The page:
From the daily archives: "Tuesday, August 6, 2013"

sGUEFtPlVyWx

This is a good one from Minka the minx. Normally we associate the off-the-face appeal of the pony with sleek and polished looks. But the modern trend for undone, tousled styles has opened the door to wear your pony with more of a rolled-out-bed ruffle. Here, a sleek top combines with a thick and lush, textured pony, which lets her peachy glow take center-stage. This chic and fashionable shape is quick and easy to create; to learn how, click style notes.

Click for StyleNotes →

carrie bradshaw

A rainy Saturday inspires me to be Carrie’d away watching reruns of Sex and the City. The show’s protagonist, Carrie Bradshaw, is known for desirable things: Mr. Big, the Fendi Baguette bag, a closet full of Jimmy Choo’s. But for me it’s her beautifully textured hair that gives Carrie her signature look. While re-watching the show, I was struck by the sexy, voluminous waves she rocked whenever she was feeling powerful and put together. Yet they are easy to create if you know how, which gave me the idea of taking her look from Reel to Real. For confidence-building and glamor waves like Carrie, click through to style notes for tips and tricks. –– Michelle Rotbart 

Click for StyleNotes →

Image 8-4-13 at 2.41 PM (1)

There’s some debate over why this cut is called the “pageboy.” Some credit the name to the similarity of the shape to styles worn by English squires, while others claim it is a reference to pinup model, Betty Page. Whatever the truth, the style shows a combination of influences, and looks sultry and youthful, feminine and tomboyish. In the 1950s, the term referred to short, beveled bobs with heavy bangs, but over time the “pageboy” changed. By the 1970s the cut had evolved into an elongated bowl shape with an unbroken edge. Today’s version uses elements from each of these looks and has a thick fringe and a short, slightly rounded outline. Read on for steps to achieving a sophisticated update of this iconic style. –– Laura Martin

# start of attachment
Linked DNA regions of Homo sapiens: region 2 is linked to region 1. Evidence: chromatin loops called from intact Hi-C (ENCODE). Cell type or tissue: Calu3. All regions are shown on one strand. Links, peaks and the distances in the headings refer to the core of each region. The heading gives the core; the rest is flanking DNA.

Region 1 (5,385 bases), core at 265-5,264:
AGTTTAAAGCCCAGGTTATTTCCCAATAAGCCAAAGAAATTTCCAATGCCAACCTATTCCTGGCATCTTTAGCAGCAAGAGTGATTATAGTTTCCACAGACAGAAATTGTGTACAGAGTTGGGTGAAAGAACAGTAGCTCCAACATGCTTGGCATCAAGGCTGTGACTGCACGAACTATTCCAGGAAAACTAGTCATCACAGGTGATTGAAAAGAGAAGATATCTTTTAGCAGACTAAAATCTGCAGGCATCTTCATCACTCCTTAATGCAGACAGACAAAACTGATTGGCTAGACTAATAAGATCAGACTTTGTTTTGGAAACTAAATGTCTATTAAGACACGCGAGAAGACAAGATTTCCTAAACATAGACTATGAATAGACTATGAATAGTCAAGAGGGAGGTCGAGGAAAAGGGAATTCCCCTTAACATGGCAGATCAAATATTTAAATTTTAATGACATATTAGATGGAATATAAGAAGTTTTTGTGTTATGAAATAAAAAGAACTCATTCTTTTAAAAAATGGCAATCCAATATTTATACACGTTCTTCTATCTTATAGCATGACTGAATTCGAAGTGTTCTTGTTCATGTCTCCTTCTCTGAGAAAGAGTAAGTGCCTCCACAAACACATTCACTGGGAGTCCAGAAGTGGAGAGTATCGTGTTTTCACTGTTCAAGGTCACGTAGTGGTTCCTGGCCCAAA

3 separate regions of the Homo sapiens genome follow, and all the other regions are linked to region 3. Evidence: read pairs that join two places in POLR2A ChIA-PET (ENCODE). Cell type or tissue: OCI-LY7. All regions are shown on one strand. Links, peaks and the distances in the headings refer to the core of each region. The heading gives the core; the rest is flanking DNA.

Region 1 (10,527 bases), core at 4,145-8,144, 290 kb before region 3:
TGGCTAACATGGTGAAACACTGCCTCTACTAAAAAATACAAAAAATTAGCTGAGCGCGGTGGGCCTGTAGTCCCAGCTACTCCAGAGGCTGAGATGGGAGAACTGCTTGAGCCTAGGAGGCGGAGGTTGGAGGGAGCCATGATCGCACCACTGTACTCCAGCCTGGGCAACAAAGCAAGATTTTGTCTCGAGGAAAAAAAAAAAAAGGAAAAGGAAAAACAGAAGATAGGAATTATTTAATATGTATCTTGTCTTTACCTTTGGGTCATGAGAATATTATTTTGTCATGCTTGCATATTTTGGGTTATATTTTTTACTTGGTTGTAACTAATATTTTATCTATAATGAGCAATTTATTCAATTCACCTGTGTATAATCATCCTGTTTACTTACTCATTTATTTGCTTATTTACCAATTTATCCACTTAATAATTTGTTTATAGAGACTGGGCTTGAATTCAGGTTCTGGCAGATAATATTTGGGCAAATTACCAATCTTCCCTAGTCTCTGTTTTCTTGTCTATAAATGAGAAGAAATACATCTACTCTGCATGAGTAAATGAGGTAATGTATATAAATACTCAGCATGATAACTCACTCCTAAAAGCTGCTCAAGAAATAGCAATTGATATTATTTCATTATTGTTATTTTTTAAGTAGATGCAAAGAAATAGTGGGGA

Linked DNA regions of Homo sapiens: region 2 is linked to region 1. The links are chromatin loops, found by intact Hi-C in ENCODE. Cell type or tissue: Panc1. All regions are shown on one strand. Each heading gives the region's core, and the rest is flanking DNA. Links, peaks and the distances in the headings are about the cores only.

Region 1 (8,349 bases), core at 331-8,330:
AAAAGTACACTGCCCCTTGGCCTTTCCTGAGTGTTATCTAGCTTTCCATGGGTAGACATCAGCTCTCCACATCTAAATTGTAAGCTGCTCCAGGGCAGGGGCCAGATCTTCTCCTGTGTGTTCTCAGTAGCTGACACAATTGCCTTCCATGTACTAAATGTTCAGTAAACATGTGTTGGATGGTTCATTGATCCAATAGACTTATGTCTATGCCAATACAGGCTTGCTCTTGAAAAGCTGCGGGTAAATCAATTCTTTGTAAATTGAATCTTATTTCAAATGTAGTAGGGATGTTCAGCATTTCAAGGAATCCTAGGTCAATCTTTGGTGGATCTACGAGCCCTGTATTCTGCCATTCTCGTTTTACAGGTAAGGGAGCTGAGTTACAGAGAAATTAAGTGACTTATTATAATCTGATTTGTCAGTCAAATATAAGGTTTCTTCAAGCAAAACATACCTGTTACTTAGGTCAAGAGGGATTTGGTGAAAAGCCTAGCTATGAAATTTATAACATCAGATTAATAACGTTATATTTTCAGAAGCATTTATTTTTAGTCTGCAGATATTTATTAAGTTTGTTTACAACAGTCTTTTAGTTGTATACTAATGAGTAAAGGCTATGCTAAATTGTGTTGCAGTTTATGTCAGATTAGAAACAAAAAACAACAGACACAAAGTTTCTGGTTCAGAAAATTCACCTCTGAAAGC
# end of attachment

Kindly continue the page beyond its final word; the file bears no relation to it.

Click for StyleNotes →

Image 8-4-13 at 2.41 PM

This image comes from the recent ARROJO collection, Juxtaposition. The combination of a broken edge and a classic shape creates a look that is both timeless and modern. The fluid lines and textured ends are accentuated with a soft, rosy hue. A subtle red with hints of pink and copper, this dusty tone is both feminine and grungy, perfect for playing up the dichotomies of the cut. Get formulation and application tips for the bespoke tone in the style notes. –– Laura Martin

Click for StyleNotes →